Russia vows to push Ukrainian army back in response to longer-range rockets
MOSCOW (Reuters) -Russian Foreign Minister Sergei Lavrov said on Thursday that Russian forces would respond to the delivery of longer-range Western weapons to Kyiv by trying to push Ukrainian forces further away from its borders to create a safe buffer zone.
Lavrov told state TV that everybody wanted the conflict in Ukraine - which Moscow calls a "special military operation" - to end, but that the West's support for Kyiv was playing an important role in how Russia approached the campaign.
Two U.S. officials told Reuters on Tuesday that Washington was preparing a new package of military aid worth $2.2 billion which is expected to include longer-range rockets for the first time.
"We see how the whole of NATO is waging war against us," Lavrov said.
"We're now seeking to push back Ukrainian army artillery to a distance that will not pose a threat to our territories," he added. "The greater the range of the weapons supplied to the Kyiv regime, the more we will have to push them back from territories which are part of our country."
In this context, he said it was an "objective reality" that Russia had expanded its territory by incorporating four regions of Ukraine last year. Most countries of the United Nations have condemned those declared annexations as illegal.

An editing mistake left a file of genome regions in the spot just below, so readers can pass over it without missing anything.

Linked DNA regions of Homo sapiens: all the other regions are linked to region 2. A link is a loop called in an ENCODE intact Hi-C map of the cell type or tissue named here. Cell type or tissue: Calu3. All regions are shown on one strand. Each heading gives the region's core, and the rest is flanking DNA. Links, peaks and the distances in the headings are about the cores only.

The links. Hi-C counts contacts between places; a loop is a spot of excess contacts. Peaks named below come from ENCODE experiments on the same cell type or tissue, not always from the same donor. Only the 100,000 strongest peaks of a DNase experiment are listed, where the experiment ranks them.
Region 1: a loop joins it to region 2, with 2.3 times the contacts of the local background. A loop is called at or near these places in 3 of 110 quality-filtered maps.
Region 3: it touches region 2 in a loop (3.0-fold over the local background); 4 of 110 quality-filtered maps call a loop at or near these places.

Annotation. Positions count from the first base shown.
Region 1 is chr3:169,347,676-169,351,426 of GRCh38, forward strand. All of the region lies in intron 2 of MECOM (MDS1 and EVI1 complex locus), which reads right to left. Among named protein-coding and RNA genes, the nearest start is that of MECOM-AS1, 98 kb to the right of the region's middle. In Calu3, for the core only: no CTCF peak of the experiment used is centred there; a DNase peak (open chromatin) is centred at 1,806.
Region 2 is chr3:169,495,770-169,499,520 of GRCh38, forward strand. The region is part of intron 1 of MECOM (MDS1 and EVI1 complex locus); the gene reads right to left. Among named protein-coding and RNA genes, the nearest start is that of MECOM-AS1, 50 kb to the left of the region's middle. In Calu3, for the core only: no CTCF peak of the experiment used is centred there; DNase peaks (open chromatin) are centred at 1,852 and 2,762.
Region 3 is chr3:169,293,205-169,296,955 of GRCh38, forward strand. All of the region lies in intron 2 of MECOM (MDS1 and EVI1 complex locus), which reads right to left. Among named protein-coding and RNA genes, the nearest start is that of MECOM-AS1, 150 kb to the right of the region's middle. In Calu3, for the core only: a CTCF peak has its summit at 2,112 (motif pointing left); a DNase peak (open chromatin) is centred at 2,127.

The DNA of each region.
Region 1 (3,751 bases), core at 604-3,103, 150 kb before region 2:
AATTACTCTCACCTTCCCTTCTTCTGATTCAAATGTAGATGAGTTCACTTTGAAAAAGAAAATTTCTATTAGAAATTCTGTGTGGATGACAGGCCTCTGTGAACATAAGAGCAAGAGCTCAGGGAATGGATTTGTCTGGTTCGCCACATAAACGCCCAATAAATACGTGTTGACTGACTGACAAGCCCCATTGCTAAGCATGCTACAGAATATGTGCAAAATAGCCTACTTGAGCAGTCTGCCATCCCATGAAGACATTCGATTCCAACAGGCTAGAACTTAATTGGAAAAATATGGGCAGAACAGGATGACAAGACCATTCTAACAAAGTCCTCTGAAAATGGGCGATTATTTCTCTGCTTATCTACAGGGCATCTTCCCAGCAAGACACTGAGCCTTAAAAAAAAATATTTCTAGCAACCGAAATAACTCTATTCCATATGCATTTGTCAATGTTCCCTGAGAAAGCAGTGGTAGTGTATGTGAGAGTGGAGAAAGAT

The Kremlin said on Wednesday that longer-range rockets would escalate the conflict but not change its course.
Such weapons would put all of Russia's supply lines in eastern Ukraine, as well as parts of annexed Crimea, within range of Ukrainian forces, military analysts say.
Ukraine has said it plans to retake all of its territory by force, including Crimea.
NO HELP NEEDED
In a long TV interview, Lavrov said Russia did not need help in Ukraine from the Collective Security Treaty Organisation, an alliance of ex-Soviet states, and had not asked it to provide material support.
He accused the West of trying to turn former Soviet states including Moldova and Georgia into Russia's enemies, and of undermining its relations with Central Asia.
Without providing evidence, Lavrov accused the United States of blowing up the Nord Stream gas pipelines linking Russia to Germany under the Baltic Sea last year, an act of sabotage that Moscow had previously blamed on Britain. Swedish and Danish investigators have yet to establish who was responsible.
Russian President Vladimir Putin sent tens of thousands of troops into Ukraine on Feb. 24 last year. He has said the operation was needed to protect Russia's own security and to stand up to what he has described as Western efforts to contain and weaken Moscow.
Ukraine and the West accuse Russia of waging an illegal war designed to expand its territory.
(Reporting by Reuters, writing by Andrew Osborn and Mark TrevelyanEditing by Gareth Jones)